Irving Breitowitz, is not only a professor of law at the University of Maryland School of Law, but a Rabbi. In discussing Goldman, in a law review article, he states, “Neither party was an Orthodox Jew at the time of marriage, but Annette became Orthodox during the course of her marriage. A crucial point that the court simply glosses over is that the get is required for dissolution only in the Orthodox and Conservative traditions and not in the Reform or Reconstructionist traditions.” The Plight of the Agunah: A Study in Halacha, Contract, and the First Amendment, Breitowitz, 51 Md. L. Rev. 312, 345, n. 143 (1992). Professor Breitowitz opines that, “Cases like Stern, Minkin, Burns, and Goldman pose problems from a number of perspectives. In particular, as a matter of contract, constitutional law, and halacha, their reasoning is somewhat deficient.” Id. at 346. “Even assuming that in a given case the terms of the ketubah can be regarded as giving rise to an enforceable contract, the question becomes: Contract for what? Certainly, the ketubah contains legally ascertainable commitments with respect to alimony and property settlements, but it mentions nothing with respect to the granting of a divorce. Language to the effect that the husband betroths his wife ‘in accordance with the laws of Moses and Israel’ can hardly mean a blanket agreement that all aspects of their family life shall be conducted in accordance with the dictates of Jewish law. No one would suggest, for example, that if one party failed to observe the Sabbath or ate nonkosher food, the other party could bring an action for damages, or even worse, a suit for specific performance. Indeed, even an express agreement to this effect arguably could not be enforced because of the First Amendment.” Id. at 348-349. “To the extent the Goldman court holds that the individual’s belief system must somehow constitute a ‘formal religion’ to be protected, the holding appears incorrect… while the trial court was free to disbelieve the husband’s contentions in Goldman — after all, he had given a get to his first wife – it seems problematic that the judge can believe him nonetheless and hold that such ideas do not rise to the level of constitutional protection.” Id. at 358, n.202.
New York has also enacted a statute, Article 13, DRL Section 253 which provides that the litigants in their petition must represent that they have or will take steps to remove any barrier to the other party’s remarriage and that a divorce decree shall not be entered without such a statement. Going even further, Article 13 DRL Section 236 B was later enacted providing that the effect of such a barrier to remarriage can be taken into account by the court in its equitable distribution of property and the amount and duration of maintenance.
In Scholl v. Scholl, 621 A.2d 808 (Del. Fam. Ct. 1992) the husband had agreed in his civil divorce to obtain a get, and did in fact do so. However, the wife complained that since the get was issued by a Conservative Rabbinical Court rather than an Orthodox Court, it was insufficient. Avitzur was cited with approval; as was Minkin on the constitutional issue. The Court further held, aided by testimony of two Rabbis, that the husband did not sufficiently comply with his previous agreement. It was established that the marriage was conducted under Orthodox law, which meant that an Orthodox get was mandated.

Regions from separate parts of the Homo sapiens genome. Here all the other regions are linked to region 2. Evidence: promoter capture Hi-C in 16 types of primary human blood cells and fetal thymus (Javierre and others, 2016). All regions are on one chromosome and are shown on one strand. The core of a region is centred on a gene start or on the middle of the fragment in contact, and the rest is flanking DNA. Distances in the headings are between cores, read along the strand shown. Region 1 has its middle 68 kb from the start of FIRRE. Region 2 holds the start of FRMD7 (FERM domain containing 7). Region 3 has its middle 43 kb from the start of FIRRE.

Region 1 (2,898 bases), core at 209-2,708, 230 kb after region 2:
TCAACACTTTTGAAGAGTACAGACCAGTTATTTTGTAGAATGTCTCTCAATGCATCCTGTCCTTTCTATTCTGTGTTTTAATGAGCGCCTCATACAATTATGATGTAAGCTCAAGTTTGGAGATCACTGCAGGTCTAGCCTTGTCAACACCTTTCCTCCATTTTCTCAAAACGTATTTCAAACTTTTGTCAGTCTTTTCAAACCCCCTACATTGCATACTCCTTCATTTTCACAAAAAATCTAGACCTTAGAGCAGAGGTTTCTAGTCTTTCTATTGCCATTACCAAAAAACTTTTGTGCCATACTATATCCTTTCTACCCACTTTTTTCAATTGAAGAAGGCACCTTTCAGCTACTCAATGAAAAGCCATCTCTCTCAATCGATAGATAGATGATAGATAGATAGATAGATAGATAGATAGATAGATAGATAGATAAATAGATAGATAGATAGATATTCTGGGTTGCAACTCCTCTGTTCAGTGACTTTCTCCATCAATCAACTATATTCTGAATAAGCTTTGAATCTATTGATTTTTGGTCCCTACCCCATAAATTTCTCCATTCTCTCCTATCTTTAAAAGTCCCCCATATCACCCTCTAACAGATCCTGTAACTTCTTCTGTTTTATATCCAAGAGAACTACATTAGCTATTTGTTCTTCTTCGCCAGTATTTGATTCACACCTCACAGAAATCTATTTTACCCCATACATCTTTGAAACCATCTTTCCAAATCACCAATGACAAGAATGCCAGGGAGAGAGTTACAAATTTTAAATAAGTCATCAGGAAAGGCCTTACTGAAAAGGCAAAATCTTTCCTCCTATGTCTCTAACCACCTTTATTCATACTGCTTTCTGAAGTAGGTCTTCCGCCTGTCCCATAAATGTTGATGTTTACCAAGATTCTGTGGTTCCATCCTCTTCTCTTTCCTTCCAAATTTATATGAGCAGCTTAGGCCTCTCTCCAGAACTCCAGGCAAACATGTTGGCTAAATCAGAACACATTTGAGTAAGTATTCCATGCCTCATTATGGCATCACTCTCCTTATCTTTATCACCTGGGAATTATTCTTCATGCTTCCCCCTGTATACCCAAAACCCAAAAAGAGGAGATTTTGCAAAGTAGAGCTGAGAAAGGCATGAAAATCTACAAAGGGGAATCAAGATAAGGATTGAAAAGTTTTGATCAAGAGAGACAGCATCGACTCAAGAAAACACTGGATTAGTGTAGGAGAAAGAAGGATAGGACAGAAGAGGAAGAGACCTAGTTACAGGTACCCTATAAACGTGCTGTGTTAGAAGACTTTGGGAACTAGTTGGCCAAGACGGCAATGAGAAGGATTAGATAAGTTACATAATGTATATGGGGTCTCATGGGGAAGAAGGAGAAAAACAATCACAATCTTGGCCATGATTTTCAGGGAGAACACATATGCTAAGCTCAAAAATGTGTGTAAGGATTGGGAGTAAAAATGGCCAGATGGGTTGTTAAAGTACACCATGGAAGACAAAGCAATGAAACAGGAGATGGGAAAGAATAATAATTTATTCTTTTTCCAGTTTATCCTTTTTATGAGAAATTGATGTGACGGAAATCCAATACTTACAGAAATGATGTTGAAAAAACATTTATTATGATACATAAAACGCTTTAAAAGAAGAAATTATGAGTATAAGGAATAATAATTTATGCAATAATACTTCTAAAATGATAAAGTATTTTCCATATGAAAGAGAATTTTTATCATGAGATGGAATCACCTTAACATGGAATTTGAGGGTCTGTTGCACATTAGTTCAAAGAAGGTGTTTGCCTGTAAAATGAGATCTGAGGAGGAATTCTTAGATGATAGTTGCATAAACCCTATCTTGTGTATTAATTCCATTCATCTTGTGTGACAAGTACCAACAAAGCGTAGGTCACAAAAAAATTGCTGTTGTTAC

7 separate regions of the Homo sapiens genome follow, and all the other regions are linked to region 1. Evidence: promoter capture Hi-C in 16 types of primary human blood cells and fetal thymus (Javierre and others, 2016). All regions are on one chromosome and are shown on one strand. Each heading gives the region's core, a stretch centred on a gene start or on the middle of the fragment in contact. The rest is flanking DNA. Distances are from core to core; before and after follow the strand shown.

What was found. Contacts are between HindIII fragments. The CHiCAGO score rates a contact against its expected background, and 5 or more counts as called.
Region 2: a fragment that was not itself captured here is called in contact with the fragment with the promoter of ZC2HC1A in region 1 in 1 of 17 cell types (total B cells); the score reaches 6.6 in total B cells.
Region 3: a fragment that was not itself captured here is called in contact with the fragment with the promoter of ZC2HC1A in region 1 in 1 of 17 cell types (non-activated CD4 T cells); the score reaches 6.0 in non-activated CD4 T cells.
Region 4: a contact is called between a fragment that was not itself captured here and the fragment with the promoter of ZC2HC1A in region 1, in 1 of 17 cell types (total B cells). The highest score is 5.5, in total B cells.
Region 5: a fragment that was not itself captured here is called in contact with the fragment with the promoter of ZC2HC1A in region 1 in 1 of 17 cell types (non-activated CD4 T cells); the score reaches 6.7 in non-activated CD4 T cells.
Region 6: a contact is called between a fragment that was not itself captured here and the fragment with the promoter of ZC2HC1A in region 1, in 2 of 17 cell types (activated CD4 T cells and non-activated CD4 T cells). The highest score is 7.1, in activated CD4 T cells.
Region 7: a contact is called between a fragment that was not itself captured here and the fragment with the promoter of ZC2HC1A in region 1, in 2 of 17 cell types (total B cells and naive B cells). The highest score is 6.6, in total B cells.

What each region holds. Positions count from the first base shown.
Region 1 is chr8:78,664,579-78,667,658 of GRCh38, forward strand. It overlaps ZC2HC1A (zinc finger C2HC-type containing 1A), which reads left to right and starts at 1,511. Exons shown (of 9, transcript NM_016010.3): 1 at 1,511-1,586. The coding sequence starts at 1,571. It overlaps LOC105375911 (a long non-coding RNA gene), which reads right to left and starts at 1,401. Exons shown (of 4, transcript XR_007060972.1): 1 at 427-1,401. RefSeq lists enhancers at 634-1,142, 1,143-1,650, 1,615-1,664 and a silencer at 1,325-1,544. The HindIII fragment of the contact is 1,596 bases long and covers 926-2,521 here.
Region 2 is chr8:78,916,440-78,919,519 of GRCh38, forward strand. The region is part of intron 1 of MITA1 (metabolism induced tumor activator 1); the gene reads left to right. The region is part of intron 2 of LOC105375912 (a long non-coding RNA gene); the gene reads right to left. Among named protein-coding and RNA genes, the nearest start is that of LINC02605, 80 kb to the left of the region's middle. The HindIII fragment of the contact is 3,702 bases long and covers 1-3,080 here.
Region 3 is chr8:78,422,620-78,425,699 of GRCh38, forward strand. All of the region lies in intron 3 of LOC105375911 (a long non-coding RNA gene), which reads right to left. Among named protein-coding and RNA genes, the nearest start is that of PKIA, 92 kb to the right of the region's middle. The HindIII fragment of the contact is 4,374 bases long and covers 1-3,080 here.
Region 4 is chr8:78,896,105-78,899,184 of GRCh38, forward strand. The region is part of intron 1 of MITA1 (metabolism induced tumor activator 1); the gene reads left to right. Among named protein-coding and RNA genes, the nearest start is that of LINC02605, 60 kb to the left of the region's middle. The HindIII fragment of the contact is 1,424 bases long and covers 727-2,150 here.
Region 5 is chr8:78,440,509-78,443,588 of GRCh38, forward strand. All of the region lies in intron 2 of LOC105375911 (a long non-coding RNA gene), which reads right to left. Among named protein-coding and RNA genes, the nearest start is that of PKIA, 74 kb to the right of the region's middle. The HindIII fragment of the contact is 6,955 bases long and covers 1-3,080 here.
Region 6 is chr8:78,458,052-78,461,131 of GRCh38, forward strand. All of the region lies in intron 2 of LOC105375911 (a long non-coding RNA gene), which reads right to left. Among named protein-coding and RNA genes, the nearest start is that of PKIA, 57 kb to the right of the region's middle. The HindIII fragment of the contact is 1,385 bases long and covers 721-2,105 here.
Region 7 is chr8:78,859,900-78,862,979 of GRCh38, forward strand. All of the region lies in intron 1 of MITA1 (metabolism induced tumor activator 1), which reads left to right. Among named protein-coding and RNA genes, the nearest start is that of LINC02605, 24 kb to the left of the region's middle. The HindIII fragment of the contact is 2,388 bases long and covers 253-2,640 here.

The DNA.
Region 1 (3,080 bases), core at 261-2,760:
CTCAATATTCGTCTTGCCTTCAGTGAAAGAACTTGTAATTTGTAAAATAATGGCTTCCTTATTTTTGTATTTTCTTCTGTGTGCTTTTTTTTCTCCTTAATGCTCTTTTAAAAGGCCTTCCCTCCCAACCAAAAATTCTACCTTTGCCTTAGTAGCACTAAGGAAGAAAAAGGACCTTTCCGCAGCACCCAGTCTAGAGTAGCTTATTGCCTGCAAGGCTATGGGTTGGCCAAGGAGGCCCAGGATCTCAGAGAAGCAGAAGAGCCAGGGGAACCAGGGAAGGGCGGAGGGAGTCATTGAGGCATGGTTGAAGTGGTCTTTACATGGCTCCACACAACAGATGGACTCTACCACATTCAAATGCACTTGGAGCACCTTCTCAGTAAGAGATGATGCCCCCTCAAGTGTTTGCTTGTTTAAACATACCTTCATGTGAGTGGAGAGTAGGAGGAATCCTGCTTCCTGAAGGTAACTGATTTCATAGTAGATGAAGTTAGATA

Recently an Appellate Court in Illinois went as far as to sanction a litigant for a frivolous defense who attempted to distinguish the Goldman case. In re Marriage of Schneider, 945 N.E.2d 650 (Ill.App. 2011, Petition for Leave to Appeal to Illinois Supreme Court denied). However, in that case, neither the trial court nor the Appellate Court was given a focused explanation of the division in the law, including the fact that Goldman was only a 2-1 decision. The Schneider case did present the issue of res judicata; in other words, although the Schneider divorce had been fully litigated, Mrs. Schneider did not bring her request to enforce the Ketubah until years afterwards. (Mrs. Goldman brought her request in the original divorce proceedings) There was at least a good faith argument that she could have brought that request in the original divorce proceedings.
A Ketubah can have other substantive consequences. In In re the Marriage of Levey, No. 2005 AP 2809, 731 N.W.2d 382 (Wis. App. 2007) (unpublished) an award of family support was affirmed. The parties’ Ketubah was deemed a significant factor in the determination of support, although it lacked the requisite specificity of an agreement.
The point is, there is a dichotomy on this matter and the majority of states have yet to face this important issue. In other states that have issued rulings, perhaps an argument can be made to modify the law, such as what took place in New Jersey. Testimony from one or more Rabbis may be helpful as to the effect of the Ketubah. Whether the contract is sufficiently specific, may also arise. And even if the parties agree in the divorce decree to cooperate in procuring the get, if there is a change of heart, the provision may not necessarily be enforceable.
Paul L. Feinstein, a Chicago practitioner with over four decades of experience, practices family law with an emphasis on divorce litigation, consulting, and appeals. Paul is often hired by trial lawyers to handle appeals and to assist them with determining legal strategies and preserving a sufficient record at trial. He has belonged to the American Academy of Matrimonial Lawyers since 1991 and the Appellate Lawyers Association since 2010. He can be reached at (312) 346-6392. View his Divorce Magazine profile.